The car . . . umm . . . kinda, sorta . . . umm . . . may have . . . ahh
Reading about New York Jets RB Joe McNight’s concussion this morning is like listening to a kid having to fess up that the car he borrowed last night kinda, mighta, coulda possibly have barely gotten a little scratch on it, maybe.
Rich Cimini of ESPNNewYork.com reports that the latest problem is an apparent concussion for Joe McKnight. – Josh Alper, Profootballtalk.nbcsports.com
with Joe McKnight suffering from concussion-like symptoms - Rich Cimini, ESPNNewYork.com
Joe McKnight, who sounds like he suffered mild concussion yesterday - Manish Mehta, NY Daily News
McKnight may find his way off the 53-man roster even before the news about his slight concussion.
The lawyers have spoken. The media has spoken. The fans have spoken. The owners have spoken (well, at least one has). Now the players are speaking. Apparently, seventeen Pro Football Hall of Famers and one player about to be enshrined this weekend have written a letter to Roger Goodell begging for help. Years of hitting, years of getting their bell rung, years of smelling salts and getting right back to the huddle have taken their toll on some of the greatest players we’ve ever seen.
Mike Brown and his dad, Paul Brown, 1986 (AP)
Paul Brown was an NFL pioneer. He was the first coach to use game film, first to hire full-time assistants, he invented the face mask and he drew up the draw play. He also gave the NFL his middle son, Mike Brown, a 1950′s Dartmouth quarterback and Harvard-educated lawyer. The younger Brown, now 77 and owner of the Cincinnati Bengals, may be better known for his contentious relationship with the Cincinnati community since getting the best of them in a 17 year-old stadium financing deal. The Bengals have also produced few winning seasons since the deal, likely the higher crime in typical rabid fan-based football perspective. However, on Tuesday July 23, Brown offered a new twist, his owner’s perspective on the concussion crisis facing the NFL.
Could the proposed mediation between the NFL and the players involved in the concussion litigation lead to a settlement that allows the NFL to shield twenty years of documents and knowledge related to brain trauma? That is the question behind a recent HuffPost Blog piece by Michael V. Kaplen and Shana De Caro. In “A Mediated Settlement May Not Be the Best Solution to the NFL Concussion Crisis” the writers state:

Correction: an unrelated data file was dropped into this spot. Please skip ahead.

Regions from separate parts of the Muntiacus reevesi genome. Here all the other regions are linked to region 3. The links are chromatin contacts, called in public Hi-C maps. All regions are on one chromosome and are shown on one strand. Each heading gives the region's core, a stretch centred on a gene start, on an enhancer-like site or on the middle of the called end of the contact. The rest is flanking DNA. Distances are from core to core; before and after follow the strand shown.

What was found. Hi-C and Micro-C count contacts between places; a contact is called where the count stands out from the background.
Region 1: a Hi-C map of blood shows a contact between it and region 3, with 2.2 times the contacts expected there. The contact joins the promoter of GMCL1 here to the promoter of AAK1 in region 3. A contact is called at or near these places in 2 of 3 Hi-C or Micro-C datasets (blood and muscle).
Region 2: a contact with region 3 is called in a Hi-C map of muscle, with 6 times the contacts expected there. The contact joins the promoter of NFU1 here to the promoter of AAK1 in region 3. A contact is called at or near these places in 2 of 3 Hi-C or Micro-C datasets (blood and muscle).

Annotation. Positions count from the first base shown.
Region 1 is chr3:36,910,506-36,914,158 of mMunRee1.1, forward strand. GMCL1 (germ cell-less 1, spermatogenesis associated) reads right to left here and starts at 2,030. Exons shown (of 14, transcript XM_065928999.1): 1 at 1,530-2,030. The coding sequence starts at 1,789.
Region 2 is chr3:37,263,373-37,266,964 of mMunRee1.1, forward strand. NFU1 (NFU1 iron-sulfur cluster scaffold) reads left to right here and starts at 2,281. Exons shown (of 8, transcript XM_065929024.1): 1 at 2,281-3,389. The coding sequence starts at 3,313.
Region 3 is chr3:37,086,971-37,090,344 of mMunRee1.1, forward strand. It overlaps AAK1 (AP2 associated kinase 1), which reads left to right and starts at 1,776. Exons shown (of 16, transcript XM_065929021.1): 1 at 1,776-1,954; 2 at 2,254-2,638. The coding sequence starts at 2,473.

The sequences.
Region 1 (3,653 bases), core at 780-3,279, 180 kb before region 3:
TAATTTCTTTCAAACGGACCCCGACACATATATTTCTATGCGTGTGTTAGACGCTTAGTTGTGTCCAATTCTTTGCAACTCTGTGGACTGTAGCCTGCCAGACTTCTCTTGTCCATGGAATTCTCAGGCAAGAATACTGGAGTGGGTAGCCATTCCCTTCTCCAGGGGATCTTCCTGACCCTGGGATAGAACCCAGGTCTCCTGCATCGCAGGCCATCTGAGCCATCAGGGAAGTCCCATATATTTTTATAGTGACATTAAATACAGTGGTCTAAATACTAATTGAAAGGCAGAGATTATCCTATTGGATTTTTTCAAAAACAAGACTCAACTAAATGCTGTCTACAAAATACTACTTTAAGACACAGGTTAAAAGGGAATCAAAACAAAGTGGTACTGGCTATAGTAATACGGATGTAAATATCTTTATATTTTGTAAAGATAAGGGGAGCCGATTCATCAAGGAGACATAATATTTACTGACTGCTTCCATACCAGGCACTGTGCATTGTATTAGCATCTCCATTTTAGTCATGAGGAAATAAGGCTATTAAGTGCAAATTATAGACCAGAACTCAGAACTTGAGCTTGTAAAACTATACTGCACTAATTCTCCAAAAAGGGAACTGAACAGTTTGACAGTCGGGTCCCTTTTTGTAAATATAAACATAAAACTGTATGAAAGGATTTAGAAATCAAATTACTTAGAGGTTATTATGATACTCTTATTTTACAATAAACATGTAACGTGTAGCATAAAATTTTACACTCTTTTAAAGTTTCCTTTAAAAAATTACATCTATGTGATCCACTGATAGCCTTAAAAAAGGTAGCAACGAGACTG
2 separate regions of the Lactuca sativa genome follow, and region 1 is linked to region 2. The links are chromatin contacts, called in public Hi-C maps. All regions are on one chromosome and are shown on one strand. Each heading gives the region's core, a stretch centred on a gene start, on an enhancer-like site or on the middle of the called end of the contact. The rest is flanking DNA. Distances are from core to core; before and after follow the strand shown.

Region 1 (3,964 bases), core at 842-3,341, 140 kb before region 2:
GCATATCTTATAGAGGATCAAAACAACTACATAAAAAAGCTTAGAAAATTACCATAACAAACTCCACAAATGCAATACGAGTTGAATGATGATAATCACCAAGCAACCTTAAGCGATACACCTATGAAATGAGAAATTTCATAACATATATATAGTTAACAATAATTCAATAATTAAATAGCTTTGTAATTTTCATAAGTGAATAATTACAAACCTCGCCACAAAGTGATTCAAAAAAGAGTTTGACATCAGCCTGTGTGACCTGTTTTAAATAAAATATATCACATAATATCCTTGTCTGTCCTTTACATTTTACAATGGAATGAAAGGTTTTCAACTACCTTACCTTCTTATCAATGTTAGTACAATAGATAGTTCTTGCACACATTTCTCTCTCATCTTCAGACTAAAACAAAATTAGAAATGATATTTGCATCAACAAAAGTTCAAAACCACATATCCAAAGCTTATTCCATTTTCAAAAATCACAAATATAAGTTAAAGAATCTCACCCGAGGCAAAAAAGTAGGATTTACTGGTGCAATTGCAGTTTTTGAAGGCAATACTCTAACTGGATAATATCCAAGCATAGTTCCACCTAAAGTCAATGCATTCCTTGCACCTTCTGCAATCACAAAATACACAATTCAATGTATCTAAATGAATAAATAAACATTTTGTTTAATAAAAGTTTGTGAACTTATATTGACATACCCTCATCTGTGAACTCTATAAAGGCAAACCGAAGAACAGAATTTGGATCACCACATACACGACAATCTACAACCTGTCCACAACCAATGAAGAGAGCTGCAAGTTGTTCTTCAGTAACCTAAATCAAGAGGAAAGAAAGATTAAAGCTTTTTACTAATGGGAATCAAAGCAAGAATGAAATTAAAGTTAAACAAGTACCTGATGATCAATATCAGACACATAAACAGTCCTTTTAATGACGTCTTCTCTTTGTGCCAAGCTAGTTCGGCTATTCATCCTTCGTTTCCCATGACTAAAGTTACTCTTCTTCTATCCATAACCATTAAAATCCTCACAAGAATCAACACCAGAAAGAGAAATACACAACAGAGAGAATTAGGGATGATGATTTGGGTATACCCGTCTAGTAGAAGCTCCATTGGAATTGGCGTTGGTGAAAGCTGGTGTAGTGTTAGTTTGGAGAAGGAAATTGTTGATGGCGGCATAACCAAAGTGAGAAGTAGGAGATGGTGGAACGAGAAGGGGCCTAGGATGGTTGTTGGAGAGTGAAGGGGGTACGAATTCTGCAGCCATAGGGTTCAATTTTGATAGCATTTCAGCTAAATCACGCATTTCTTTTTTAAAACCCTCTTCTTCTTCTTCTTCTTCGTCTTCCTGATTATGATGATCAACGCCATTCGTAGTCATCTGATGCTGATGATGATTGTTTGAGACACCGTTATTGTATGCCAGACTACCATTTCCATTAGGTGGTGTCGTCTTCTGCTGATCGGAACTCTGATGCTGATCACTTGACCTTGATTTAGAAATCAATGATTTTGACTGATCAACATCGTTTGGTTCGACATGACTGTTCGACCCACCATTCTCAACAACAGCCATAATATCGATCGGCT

Any significant and comprehensive mediated settlement of this lawsuit brought on behalf of approximately 4,000 brain injured players must reject any confidentiality clauses, address the future risks to players, and provide proper redress to those who have already suffered the devastating and enduring effects of traumatic brain damage.
NFL On-Line Medical Records Sharing (photo: Griffin Technology)
The NFL in accordance with the 2011 CBA is introducing an iPad medical records sharing program to be used by all of the 32 teams in the league. They are touting the program as an improvement in sideline concussion assessment, although it seems like it’s more practical as an HR resource that allows teams to better evaluate new players when making personnel decisions.
The NFL said they have not determined how the database will be used in relation to free agents. Certainly, it’s in the owners best interest competitively and financially to have as much medical history as possible on each of their employees, or potential employees.
Could this be the Future of the Helmet Warning?
As we and our burgeoning e-commerce world get more used to ignoring lengthy privacy policies and nonchalantly agreeing to online user agreements, it seems that these documents are getting longer. And the longer these legal agreements are written, the less likely anybody is to actually read any of them. Seriously, how many of the 575 million iTunes users have read the 58 page user agreement before clicking on the box to confirm that they’ve read it, understand it, and agree with it. Who knows what deal 575 million human beings have made with Apple?
That brings us to today’s Riddell consumer football helmet and its warning label. As sold in retail stores, the helmet comes with a large, cumbersome warning. But what’s the point?
The good old days when buying insurance was fun.
“We have responded to the letters we received from members of Congress to inform them we currently have no plans to engage in this area and have had no substantive contact with the administration about [the health-care law’s] implementation.”
~ NFL spokesman Greg Aiello
Sure, sounds reasonable, why should the NFL step into the middle of this political hot potato? But then again, there’s always the fact that the Affordable Care Act (Obamacare) is the law, whether or not you like the president or taxes or whatever, and Obamacare is perhaps the best thing to ever happen to retired NFL veterans.